Armory helps enterprises ship better software faster. Their multi-cloud continuous delivery platform is trusted by Fortune 500 and Global 2000 companies to provide a secure foundation for development teams. Translation: the teams at Armory know what developers need to succeed.
To keep customers happy, Armory has a Solutions Architect team in their Customer Success branch that helps clients adopt, train, and succeed with Armory's platform. Sean Korten manages this distributed team of six, keeping his team aligned across every US timezone. Promoting empathy and psychological safety sit at the core of Sean's priorities.
“Defining our culture has been something we've been working on for over a year," Korten says, "It’s how we build a community, so it’s really important to me that we’re all mindful of our values. I try to remind myself to be intentional in communicating with my team, but it's really easy to forget in the day-to-day.”
Sean wanted to stay mindful while still freeing headspace for business initiatives, so he tried Kona.
"By maintaining higher happiness and satisfaction, we've been better at executing."
Sean Korten, Armory
Although customer success requires numerous key players and plenty of collaboration, solutions architects can often get very isolated in their roles. With the stresses of forced work-from-home, these silos can easily lead to burnout and losses in engagement. Sean needed a way to keep tabs on his remote team's needs without micro-managing or sending numerous direct messages.
Kona's Red-Yellow-Green check-ins helped Sean's team take a pulse with one another each morning. Teammates shared their Green wins that the team could celebrate and Yellow flags to pay attention to. This created a normal cadence of touch points, allowing for more transparency and moments for bonding.
It didn't take long for this mindfulness to translate to empathy. Sean's team started more open conversations and made an effort to understand what others were going through. They took time to pause and reflect on their interactions. They extended this mindfulness to other teams, encouraging more cross-department connection and collaboration.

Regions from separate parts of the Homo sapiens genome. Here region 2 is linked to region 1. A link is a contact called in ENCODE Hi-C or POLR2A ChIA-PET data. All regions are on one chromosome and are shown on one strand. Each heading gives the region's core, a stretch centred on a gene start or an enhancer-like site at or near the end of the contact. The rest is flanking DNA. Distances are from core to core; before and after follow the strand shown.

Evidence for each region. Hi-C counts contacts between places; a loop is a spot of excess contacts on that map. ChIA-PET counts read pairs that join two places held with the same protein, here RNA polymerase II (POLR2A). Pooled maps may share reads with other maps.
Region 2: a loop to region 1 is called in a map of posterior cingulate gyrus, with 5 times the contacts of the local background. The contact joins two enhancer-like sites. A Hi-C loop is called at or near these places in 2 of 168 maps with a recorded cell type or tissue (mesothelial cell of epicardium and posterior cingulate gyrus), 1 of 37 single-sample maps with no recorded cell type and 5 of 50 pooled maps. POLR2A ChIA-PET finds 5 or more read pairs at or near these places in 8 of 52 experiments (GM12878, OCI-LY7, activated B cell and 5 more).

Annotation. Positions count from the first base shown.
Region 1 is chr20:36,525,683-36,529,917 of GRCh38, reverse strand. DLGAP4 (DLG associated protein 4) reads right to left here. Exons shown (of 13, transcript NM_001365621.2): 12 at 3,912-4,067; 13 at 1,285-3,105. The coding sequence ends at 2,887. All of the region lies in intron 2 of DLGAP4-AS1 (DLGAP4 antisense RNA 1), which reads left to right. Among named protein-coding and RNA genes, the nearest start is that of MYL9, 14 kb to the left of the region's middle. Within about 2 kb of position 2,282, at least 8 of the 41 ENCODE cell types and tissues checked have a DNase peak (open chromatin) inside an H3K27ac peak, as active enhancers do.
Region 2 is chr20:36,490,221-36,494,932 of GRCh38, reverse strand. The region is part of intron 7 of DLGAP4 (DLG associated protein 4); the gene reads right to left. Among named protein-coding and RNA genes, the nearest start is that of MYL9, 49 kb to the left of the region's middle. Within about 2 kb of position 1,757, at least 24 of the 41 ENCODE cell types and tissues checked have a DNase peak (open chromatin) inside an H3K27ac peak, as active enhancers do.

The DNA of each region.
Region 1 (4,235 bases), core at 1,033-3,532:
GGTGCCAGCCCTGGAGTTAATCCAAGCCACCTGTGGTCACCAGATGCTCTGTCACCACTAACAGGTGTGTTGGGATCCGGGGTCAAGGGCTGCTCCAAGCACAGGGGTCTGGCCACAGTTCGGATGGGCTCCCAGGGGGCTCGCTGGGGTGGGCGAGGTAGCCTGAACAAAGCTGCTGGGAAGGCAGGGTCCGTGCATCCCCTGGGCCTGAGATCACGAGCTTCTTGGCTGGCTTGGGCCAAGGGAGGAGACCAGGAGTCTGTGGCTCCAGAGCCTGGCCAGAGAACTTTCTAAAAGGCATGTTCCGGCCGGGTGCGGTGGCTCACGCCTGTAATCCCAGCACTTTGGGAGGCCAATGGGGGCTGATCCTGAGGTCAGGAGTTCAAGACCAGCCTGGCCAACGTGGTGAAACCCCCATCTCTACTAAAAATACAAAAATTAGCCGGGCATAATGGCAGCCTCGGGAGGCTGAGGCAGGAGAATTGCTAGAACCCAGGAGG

Kona created a check-in habit in less than a week. On Sean's team, check-ins averaged 4.5/5 workdays per week.
HR tools can often get a bad rep. We spoke with some of Sean's teammates and got some feedback about their overall distrust of written feedback tools. So-called "anonymous" reporting tools aren't always anonymous. Negative feedback can sometimes lead to consequences for individual contributors. Teammates are cautious as a result, reporting more positive moods regardless of their true feelings. This is a signal of a lack of top-down trust.
That's why it's so important that Sean leads with vulnerability by reporting his Yellows and Reds as they occur. This transparency has built psychological safety on his team and improved their ability to have candid conversations. Sean makes it clear that these signals benefit other team members by adding context and that they never affect performance reviews.
This trust pays off. Sean noticed that more stoic individuals on his team felt more comfortable with sharing their emotions through Kona. This candor helps Sean find blockers in real-time and react to issues proactively. Beyond supporting his team's work, Sean can also support their wellness. In one instance, a teammate who felt Red hesitated to report his mood at first. After reflecting on the issue for a few hours, however, he reached out to Sean and got the support he needed.